For individuals unable to undergo chemotherapy, treatment with Venclexta® (venetoclax), a medication approved for AML, has become standard in combination with hypomethylating drugs. It is also being evaluated for MDS, and phase 1/2 trials have shown promising results, nearly doubling response and remission rates.2
This therapy is currently being evaluated in Verona (NCT04401748), a randomized, double-blind phase 3 clinical trial in which Venclexta is administered in tablet form together with intravenous or subcutaneous Vidaza.3 The study aims to compare the safety and efficacy of Venclexta/Vidaza with that of placebo/Vidaza in patients with newly diagnosed, high-risk MDS. Participants in one arm will receive oral Venclexta and intravenous or subcutaneous Vidaza. Participants in another arm will receive oral placebo and intravenous or subcutaneous Vidaza.3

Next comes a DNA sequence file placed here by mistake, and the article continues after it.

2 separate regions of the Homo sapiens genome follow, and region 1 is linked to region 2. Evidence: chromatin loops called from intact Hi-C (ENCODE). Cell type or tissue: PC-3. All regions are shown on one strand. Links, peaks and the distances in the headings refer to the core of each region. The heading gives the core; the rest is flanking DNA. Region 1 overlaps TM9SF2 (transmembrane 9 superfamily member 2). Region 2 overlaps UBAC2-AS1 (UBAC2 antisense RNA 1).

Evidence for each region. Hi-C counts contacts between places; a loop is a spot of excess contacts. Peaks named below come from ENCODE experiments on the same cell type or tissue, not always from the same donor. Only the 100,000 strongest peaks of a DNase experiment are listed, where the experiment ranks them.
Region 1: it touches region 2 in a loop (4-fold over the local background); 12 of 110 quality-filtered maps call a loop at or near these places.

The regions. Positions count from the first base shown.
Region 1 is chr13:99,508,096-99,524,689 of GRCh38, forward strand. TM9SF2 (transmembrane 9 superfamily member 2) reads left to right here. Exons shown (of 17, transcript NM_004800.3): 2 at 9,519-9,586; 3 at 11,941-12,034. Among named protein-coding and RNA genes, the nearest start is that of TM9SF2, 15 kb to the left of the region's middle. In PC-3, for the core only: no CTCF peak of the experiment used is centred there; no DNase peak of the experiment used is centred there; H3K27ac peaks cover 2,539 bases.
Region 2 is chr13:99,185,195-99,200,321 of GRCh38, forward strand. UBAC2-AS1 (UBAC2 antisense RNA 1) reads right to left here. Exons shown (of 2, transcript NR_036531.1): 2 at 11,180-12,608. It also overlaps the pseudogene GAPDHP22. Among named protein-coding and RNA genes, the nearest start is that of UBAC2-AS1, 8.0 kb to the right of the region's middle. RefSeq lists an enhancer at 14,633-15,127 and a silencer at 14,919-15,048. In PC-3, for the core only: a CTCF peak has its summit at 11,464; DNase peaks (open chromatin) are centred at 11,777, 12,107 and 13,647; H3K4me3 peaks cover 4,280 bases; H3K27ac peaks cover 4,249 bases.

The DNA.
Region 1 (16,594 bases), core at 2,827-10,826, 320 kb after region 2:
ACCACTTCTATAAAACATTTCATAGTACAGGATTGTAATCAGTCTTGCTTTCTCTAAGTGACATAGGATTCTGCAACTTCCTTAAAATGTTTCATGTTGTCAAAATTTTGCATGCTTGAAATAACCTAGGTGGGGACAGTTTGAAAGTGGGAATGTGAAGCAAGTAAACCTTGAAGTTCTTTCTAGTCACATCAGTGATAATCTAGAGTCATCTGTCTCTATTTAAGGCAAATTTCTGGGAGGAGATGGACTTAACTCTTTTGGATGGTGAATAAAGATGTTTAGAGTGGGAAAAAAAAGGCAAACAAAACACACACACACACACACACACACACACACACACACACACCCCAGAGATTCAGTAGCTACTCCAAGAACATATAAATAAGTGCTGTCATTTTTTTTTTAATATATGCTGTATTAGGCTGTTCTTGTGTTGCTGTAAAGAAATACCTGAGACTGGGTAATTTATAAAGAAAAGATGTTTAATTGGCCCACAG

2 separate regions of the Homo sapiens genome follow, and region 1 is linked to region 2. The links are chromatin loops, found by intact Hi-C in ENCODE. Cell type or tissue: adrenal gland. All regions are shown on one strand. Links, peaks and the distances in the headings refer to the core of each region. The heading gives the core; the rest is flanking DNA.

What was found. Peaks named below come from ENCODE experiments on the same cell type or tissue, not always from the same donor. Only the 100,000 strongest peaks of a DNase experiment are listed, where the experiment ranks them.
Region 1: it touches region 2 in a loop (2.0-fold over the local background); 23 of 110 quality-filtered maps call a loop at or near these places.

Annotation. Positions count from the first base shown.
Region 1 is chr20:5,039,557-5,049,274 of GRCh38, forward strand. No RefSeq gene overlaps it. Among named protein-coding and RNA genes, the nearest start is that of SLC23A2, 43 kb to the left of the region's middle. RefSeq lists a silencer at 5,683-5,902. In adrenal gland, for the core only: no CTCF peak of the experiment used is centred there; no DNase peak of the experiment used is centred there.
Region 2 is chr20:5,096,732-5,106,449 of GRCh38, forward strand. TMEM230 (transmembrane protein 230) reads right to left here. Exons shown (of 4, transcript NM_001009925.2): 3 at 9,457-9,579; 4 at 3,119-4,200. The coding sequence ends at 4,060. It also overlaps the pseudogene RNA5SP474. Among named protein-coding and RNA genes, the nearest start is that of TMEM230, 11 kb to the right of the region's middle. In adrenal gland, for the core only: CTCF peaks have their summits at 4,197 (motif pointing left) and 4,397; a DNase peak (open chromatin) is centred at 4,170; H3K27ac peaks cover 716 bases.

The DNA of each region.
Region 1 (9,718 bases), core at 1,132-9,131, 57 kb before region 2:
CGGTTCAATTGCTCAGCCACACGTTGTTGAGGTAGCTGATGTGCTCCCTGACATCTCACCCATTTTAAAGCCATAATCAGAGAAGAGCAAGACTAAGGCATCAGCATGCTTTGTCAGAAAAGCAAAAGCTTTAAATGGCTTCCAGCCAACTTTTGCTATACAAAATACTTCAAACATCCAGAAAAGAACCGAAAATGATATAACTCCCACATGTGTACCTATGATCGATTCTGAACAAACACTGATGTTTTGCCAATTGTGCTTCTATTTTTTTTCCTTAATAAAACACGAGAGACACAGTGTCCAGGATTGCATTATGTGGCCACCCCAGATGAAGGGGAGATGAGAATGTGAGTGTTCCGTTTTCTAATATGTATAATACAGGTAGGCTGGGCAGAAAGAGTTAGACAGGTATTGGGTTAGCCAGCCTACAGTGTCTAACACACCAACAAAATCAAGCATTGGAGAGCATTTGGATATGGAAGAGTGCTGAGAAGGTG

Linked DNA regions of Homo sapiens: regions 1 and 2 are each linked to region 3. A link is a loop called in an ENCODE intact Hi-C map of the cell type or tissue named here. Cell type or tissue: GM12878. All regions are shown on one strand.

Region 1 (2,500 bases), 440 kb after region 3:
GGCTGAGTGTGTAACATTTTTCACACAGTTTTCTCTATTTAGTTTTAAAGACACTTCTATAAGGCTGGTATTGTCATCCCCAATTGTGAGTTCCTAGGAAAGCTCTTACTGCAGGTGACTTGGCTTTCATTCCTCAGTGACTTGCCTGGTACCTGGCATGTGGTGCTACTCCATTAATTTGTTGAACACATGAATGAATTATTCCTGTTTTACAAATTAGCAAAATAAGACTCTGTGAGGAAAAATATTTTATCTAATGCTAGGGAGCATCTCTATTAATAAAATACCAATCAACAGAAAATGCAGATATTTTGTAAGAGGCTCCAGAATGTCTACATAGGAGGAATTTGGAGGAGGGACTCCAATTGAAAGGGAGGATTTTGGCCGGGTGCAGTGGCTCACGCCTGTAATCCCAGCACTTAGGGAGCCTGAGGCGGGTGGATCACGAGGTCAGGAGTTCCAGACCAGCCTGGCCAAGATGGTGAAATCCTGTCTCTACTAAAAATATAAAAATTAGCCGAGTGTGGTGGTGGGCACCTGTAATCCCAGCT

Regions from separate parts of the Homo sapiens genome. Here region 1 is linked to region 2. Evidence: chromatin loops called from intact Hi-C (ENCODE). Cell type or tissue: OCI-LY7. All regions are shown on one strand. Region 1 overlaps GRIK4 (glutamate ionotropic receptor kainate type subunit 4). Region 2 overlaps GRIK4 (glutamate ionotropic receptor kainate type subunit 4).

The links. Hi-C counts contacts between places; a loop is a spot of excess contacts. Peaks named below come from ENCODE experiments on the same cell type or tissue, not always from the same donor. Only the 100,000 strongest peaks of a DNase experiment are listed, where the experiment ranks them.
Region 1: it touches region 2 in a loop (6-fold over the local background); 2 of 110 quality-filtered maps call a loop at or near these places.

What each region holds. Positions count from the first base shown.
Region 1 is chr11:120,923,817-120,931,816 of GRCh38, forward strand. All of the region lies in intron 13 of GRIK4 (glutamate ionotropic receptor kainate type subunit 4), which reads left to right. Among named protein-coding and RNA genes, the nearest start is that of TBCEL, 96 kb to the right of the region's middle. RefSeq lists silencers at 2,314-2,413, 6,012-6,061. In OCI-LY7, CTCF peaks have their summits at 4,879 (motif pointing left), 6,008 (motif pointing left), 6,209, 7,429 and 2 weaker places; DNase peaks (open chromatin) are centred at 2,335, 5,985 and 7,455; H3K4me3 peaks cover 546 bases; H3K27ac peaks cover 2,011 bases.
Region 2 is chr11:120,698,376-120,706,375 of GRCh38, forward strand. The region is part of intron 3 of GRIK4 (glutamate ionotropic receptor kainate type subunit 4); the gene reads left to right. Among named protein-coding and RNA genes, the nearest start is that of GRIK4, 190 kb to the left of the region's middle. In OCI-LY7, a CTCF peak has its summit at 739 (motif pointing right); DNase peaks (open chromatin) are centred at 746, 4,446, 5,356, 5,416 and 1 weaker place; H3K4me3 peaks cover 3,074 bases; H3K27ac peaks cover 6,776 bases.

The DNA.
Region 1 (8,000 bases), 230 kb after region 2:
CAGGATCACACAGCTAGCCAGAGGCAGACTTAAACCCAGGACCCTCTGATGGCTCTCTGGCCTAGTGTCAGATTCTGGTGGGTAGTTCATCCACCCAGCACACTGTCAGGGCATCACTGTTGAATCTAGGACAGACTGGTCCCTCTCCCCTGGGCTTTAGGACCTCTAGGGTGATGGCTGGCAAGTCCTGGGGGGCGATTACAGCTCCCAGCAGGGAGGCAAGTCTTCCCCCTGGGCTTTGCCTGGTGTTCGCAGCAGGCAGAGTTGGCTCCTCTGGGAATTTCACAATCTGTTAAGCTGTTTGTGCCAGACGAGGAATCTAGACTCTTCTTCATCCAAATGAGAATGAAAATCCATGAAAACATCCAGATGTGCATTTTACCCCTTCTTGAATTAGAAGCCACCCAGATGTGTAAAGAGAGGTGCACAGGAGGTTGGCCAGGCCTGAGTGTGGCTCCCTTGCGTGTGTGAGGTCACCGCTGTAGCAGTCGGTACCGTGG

The study is estimated to be completed in February of 2025.3
Read more about MDS treatment
A humanized anti-CD47 IgG4 antibody called magrolimab (Hu5F9-G4) targets CD47 in AML. AML cells that overexpress CD47 are associated with a poor prognosis.4 In a phase 1 clinical trial, the combination of magrolimab and Vidaza showed promising results (doubled response rates and higher complete remission rates).2,5
ENHANCE (NCT04313881), a randomized, double-blind, multicenter phase 3 clinical trial of magrolimab, is ongoing. The primary goal of this trial is to compare the effectiveness of the combination of magrolimab and Vidaza with that of Vidaza plus placebo in patients with previously untreated intermediate-, high-, or very high-risk MDS as assessed by the Revised International Prognostic Scoring System (IPSS-R).6